On the other hand, there are times where we really take things for granted. For example, we assume that we will get the service we expect because we paid for it. Anything below that standard, we express anger and frustration, questioning the standards of the service provided.

This sense of entitlement is what holds us from gratitude and even expressing it. I felt how it creates the negative energy that deters people from showing their true-self in being gracious and kind. You feel a lot less grateful when you missed a train, get blamed for something that isn’t directly your fault, etc. These events drain your energy and affect your mood for the day/week/month.

So to get you started on your journey, my clear intentions are providing some perspectives that you should consider as part of a new year resolution.

Is this about Positive thinking again?

Gratitude is a strange feeling that occurs to you. According to Dictionary.com,It is the quality or feeling of being grateful or thankful. It is an emotion that makes you feel good!

Positive thinking is deeply embedded in gratitude because you are feeling grateful for the things that happen around you. Both positive thinking and gratitude are emotions that take up your time, and with it effort. It requires changes to your daily routine, if you are a pessimist or if you never feel grateful about anything. Positive thinking is about the die-hard attitude of believing you can perform a certain task or overcome a difficult situation too.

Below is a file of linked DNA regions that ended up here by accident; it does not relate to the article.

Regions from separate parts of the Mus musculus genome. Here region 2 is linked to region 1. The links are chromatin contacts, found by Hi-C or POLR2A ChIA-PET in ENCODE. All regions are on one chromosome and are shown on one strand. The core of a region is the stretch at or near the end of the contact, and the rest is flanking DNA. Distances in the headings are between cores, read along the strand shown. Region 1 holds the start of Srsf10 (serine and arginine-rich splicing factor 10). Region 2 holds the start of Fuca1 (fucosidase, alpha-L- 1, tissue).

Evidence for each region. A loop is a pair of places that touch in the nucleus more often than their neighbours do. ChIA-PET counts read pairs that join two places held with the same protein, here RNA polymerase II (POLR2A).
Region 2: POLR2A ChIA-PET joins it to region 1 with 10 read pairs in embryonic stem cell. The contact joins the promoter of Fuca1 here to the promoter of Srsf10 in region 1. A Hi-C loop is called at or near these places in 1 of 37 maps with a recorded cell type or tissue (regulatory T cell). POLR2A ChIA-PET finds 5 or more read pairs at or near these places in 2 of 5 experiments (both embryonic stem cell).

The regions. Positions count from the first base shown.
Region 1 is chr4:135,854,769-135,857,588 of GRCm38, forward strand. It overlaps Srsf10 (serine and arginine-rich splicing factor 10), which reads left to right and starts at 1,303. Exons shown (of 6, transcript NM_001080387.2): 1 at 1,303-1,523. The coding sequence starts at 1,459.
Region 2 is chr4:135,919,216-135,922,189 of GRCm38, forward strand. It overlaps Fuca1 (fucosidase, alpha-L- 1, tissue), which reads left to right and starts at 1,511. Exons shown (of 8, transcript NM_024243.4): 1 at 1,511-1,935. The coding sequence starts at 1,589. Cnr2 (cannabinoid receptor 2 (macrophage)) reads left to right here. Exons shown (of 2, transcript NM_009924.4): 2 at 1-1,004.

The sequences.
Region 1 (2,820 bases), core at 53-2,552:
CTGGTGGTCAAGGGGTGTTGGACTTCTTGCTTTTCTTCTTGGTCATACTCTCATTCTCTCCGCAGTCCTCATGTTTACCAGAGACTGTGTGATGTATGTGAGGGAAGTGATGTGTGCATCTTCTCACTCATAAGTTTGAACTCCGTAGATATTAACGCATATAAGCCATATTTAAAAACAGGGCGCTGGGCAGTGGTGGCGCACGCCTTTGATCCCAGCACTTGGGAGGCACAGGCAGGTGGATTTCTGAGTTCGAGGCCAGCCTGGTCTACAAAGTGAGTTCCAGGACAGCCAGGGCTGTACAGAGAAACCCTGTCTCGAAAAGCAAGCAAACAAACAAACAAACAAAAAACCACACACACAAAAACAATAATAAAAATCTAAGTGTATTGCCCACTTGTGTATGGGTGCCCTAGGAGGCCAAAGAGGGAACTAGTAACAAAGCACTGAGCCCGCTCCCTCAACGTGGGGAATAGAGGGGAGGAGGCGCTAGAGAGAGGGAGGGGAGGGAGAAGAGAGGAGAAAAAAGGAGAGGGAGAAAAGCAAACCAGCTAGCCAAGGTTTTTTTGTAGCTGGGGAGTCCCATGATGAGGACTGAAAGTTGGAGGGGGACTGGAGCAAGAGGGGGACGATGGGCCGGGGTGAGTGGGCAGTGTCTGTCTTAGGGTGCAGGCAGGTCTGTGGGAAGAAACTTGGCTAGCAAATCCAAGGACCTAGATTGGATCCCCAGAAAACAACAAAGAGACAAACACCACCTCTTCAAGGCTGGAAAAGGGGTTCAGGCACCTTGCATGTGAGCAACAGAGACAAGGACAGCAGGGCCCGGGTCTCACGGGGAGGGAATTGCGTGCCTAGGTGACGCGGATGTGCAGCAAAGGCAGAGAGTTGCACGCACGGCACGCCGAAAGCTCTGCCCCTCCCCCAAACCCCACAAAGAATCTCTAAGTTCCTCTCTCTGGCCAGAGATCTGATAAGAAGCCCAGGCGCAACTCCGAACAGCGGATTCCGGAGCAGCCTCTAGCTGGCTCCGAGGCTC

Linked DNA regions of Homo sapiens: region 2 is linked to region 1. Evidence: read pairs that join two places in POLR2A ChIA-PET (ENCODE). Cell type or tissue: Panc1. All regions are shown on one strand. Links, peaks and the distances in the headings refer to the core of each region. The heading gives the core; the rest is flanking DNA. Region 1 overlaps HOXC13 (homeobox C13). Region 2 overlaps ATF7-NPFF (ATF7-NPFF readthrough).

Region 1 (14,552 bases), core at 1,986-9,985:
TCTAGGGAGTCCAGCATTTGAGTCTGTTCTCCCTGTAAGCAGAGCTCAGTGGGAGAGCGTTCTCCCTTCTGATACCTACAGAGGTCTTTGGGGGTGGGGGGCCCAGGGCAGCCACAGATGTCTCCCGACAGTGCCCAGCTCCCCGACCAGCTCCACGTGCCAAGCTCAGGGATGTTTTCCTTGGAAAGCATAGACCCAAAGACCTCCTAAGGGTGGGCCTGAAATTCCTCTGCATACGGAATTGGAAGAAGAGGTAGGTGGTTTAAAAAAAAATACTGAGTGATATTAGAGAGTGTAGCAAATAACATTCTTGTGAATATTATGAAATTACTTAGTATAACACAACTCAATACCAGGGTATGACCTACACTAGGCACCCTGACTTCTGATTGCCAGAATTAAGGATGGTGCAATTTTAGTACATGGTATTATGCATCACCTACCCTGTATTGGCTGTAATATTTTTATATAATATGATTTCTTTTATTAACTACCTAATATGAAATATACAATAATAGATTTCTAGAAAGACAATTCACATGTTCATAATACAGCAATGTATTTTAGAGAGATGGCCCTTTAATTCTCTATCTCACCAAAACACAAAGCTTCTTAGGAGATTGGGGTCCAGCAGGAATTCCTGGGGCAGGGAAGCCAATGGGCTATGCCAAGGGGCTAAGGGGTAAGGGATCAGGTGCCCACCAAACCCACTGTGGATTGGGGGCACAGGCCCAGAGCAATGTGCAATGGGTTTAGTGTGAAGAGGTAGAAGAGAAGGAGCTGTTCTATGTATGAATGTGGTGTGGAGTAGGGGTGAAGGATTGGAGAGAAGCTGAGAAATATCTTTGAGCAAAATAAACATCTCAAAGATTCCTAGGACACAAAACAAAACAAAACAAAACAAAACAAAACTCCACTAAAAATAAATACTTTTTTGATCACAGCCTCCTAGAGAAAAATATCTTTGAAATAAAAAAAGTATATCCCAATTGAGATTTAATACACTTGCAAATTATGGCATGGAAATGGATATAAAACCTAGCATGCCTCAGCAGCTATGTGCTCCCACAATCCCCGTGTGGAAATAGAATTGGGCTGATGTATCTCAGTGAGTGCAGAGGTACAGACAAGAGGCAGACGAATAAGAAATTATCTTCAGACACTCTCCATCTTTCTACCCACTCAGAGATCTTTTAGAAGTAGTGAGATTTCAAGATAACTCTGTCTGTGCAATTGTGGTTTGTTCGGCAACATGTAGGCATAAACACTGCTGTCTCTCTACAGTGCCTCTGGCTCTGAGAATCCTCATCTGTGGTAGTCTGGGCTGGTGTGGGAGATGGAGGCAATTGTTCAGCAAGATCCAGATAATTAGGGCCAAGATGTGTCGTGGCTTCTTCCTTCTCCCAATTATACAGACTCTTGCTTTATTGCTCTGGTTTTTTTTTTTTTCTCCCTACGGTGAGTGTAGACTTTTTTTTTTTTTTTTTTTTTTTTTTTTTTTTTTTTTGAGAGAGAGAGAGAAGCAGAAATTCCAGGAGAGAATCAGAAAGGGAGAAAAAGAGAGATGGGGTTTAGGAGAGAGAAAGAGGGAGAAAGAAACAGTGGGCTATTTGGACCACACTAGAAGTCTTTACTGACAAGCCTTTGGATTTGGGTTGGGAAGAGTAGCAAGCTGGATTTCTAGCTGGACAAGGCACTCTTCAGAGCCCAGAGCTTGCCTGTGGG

Deep within gratitude, it is more than just having optimism. It is a deep appreciation of things/situations that occur around you and how you react towards it. Being positive doesn’t make you grateful for anything, it just makes you able to overcome anything! Howells did mention how emotions are interconnected and separation was not possible. It implies that we cannot remove just disappointment and feel happy instantly. What emotions we feel is an interconnected chain of thoughts. Separation is never possible!

What do I need then?

You will need to develop the appreciation of the things that you have, not the things that you don’t. List down the things that you feel happy and grateful for. Here are some things that you will overlook(non-exhaustive):

  1. Being able to see clearly each day
  2. Have a mode of transport to and fro (Work/Home)
  3. Being able to wake up everyday
  4. Having a Job!

You can pause for a moment and think about these before reading on. I advise you to identify some of them that made you rethink about being grateful. It is an important moment to think about.

Howells reminded me that gratitude cannot happen every single day and moment. It is impossible to overturn an unhappy situation and feel grateful for it (Although it is possible to feel positive about it). So let’s prepare ourselves to feel gratitude.

Don’t expect anything in return

Don’t you hear phrases where people tell you:

”You ought to be grateful that someone celebrated your birthday!”

You would also hear phrases like:

” Why doesn’t John says anything about the present I gave him last week?”

Or maybe:

“I gave up my seat to this guy and not even a word of thanks! What an I’ll mannered person!”